Megaquarry Water Impact

April 24th, 2011

Guelph officials examining massive quarry proposal

GUELPH — City staff are analyzing a proposed quarry more than 60 kilometres from here to determine whether Guelph should take an official position on it.

“We’re trying to put some summary information together for council and we hope to have it for (the council meeting) next Tuesday,” Peter Busatto, the city’s general manager of water services, said.

The Highland Companies is seeking permission to open an enormous 2,300-acre limestone quarry just north of Shelburne in Melancthon Township.

Guelph resident Karen Balcom recently wrote to Mayor Karen Farbridge and city councillors, asking them to have staff examine the quarry proposal and to contact Premier Dalton McGuinty and the Ministry of Natural Resources to seek an extension to the deadline for public comments, which is next Tuesday.

Busatto said the staff report will also comment on whether the city should seek an extension.

Balcom said in an interview she learned of the quarry proposal through her involvement with the Unitarian Church, which maintains a campground and retreat centre very close to the proposed site.

She is concerned because the proposed quarry would be located on the Amabel-Lockport-Guelph aquifer, “which is critical to the water security and water safety of the people of Guelph and … much of southwestern Ontario.”

The proposed pit will be 60 metres (200 feet) in depth — well below the water table — requiring the operators to pump a reported 600 million litres of water from the quarry each day. Highland has said it will pump that water back into the aquifer (water table), but opponents are concerned about the water being exposure to dirt, diesel fuel and blasting residue before it is pumped back into the ground.

“The water issues are just astounding,” Balcom said. “The scale and scope of this proposal are just stunning.”

Busatto said city officials are primarily concerned about the impact the water-taking could have, “because we are wholly reliant on groundwater. That’s the key issue.”

Melancthon Township Mayor Bill Hill shares this concern.

In a recent letter to McGuinty, Hill noted his township is at the headwaters of five major rivers — including the Grand — “and the impact of this project will affect approximately one million Ontarians downstream from our township.”

In an interview, Hill said it is believed the proposed quarry would be the largest in Canada and second-largest in North America.

Hill said he met recently with Natural Resources Minister Linda Jeffrey and came away from the meeting feeling the province is ready to “rubber stamp” the quarry proposal.

“I certainly wasn’t excited about our meeting with her, let’s put it that way,” the mayor said.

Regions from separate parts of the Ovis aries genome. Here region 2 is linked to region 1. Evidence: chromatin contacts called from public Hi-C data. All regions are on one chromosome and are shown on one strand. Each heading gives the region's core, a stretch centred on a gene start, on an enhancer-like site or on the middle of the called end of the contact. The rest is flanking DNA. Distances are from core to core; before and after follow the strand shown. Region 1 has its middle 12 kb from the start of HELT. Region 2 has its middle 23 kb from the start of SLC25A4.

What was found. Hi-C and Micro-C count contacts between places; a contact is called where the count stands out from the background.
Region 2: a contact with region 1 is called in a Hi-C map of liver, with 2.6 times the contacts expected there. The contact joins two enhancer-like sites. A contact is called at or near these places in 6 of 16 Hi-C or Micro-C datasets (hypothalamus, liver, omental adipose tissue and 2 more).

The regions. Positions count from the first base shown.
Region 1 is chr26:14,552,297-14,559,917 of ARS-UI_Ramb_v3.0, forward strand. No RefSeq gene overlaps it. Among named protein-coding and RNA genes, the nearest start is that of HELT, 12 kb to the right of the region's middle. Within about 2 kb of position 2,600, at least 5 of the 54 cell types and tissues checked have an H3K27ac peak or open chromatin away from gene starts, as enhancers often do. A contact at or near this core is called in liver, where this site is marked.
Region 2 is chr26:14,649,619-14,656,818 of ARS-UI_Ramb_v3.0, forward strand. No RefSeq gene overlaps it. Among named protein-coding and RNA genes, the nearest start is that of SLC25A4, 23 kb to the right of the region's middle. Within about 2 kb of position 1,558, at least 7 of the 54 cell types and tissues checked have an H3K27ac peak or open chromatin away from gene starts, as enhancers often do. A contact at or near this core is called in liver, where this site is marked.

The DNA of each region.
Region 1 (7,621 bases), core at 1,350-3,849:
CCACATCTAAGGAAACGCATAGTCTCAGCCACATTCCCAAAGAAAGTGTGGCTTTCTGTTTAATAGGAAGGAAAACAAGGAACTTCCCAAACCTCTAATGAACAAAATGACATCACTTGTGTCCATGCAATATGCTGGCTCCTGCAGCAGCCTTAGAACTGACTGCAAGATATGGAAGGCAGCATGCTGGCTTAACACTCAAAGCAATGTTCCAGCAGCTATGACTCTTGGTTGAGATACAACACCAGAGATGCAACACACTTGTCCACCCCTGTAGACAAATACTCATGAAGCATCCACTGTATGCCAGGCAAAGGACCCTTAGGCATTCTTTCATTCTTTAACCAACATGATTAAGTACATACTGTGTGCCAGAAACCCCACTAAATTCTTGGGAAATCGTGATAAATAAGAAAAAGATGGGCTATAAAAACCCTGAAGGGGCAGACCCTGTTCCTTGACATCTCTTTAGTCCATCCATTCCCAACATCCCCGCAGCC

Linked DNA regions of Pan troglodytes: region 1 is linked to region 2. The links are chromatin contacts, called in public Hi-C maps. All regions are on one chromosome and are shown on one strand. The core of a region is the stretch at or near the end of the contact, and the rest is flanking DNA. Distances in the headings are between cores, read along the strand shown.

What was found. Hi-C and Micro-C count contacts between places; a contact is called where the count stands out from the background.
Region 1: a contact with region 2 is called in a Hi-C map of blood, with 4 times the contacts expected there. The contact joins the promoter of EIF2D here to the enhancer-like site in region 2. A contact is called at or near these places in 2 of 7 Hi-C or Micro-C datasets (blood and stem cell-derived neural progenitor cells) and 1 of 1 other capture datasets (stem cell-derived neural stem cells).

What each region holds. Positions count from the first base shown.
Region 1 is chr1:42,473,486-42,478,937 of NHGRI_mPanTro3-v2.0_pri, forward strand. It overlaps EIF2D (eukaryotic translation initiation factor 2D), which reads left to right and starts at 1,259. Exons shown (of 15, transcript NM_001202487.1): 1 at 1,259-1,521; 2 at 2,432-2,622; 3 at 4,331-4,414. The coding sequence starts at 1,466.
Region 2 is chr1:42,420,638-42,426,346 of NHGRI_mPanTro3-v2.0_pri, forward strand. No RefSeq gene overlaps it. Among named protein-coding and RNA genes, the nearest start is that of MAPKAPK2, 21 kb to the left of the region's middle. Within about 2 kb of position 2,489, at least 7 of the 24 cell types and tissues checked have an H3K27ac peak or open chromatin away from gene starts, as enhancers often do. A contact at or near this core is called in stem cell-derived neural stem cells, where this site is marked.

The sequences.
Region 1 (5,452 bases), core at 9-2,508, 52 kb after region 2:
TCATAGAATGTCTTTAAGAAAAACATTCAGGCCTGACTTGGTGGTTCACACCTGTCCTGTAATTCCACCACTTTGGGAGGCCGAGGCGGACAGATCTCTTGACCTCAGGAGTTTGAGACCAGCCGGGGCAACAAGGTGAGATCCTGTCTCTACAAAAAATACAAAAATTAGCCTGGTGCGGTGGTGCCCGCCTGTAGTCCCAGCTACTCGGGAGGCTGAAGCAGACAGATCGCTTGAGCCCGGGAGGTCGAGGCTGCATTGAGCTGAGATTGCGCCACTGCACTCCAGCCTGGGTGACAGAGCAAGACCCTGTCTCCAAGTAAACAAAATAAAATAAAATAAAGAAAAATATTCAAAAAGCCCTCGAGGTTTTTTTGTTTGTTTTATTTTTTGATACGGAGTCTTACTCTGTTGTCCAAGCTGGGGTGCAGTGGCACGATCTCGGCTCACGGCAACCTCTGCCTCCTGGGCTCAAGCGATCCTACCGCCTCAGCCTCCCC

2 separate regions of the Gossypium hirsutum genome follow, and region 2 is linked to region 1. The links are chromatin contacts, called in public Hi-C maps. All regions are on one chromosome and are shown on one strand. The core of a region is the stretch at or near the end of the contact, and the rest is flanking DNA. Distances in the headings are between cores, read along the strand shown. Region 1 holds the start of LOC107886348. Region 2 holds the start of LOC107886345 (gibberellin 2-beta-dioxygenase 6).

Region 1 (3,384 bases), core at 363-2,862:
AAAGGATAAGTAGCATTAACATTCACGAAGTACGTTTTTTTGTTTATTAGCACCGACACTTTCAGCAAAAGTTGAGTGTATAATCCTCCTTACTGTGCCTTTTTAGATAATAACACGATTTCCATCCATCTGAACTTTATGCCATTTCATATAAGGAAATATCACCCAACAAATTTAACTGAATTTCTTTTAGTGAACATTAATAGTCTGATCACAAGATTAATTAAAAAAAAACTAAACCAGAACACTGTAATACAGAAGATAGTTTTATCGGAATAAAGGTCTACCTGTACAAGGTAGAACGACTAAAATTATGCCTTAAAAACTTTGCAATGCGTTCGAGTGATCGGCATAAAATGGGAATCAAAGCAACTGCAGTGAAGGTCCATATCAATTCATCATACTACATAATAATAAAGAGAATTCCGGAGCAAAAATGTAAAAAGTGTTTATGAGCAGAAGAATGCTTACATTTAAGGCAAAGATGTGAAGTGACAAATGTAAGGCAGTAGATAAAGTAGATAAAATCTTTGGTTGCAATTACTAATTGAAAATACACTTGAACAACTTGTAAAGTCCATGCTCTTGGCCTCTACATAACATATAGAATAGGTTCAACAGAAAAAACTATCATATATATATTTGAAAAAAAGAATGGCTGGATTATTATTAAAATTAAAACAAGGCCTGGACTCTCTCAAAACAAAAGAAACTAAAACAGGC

Hill said he is concerned about the potential impact of the proposal on groundwater, and there are also local concerns related to noise, dust and traffic.

But he insisted it is more than a “not in my backyard” situation.

“Move this anywhere in Ontario,” Hill said. “Say you’re going to have a 2,300-acre hole in the ground 200 feet deep and five kilometres long and I imagine it would have a significant impact no matter where you put it.”


Marching for the land and the water

Farmers and First Nations on second day of a five day march against hedge fund mega-quarry

Brampton – Orangeville – Shelburne – Jim Black’s potato farm

23 April 2011

Brampton, ON- Dozens of people marched from the outskirts of Toronto through Brampton today on the second of a five day trek against a proposed 2316-acre mega-quarry to be situated in Melancthon, just north of Shelburne, Ontario. Local residents, farmers and First Nations representatives started with a rally at Queens Park in Toronto on Friday and plan to finish on Tuesday at a potato farm next to the proposed site on Highway 124.

If allowed to proceed, the mega-quarry would be the second-largest in North America and would destroy prime farmland in the heart of Ontario’s potato-growing region known for its Honeywood Silt Loam, a rare type of soil that is particularly suited to potato cultivation.

“The American hedge fund that wants this quarry now owns over 8,000 acres in the area,” says Ralph Armstrong, a farmer whose land, adjacent to the proposed quarry site, has been handed down for 6 generations. “My neighbours who sold before there was any talk of a quarry just can’t believe that anyone would put a giant open pit mine in soil this good. We take our food security for granted but now we have got foreign governments buying up farmland in Canada and the U.S. to assure themselves of a food supply in coming years. These American bankers have come up here with a get-rich plan that will annihilate some of the most productive land in our country. Do we as Canadians really want to let that happen?”

Carl Cosack, a local cattle and horse rancher, is worried the mega-quarry will harm water supplies “It will destroy productive farmland and threaten the headwaters of three important rivers- the Grand, the Nottawasaga and the Pine- which are water sources for one million people” he said. “They plan to dig 200 feet below the water table -that’s deeper than Niagara Falls- and a quarter of the area of downtown Toronto and they claim it won’t have a negative impact. It is simply not credible.”

Mark Calzavara of the advocacy group The Council of Canadians, joined the marchers as they travelled up Hurontario Street. “We need to make smarter choices than we have made in the past about our farmland,” says Calzavara. “A mega-quarry may be more profitable than a farm today but we need to think about the next generations too. Where will their food come from? At what point do we say “no” to this kind of short-term thinking?”

More information:!/group.php?gid=98096578979

Posted in Water | Comments (0)

Leave a Reply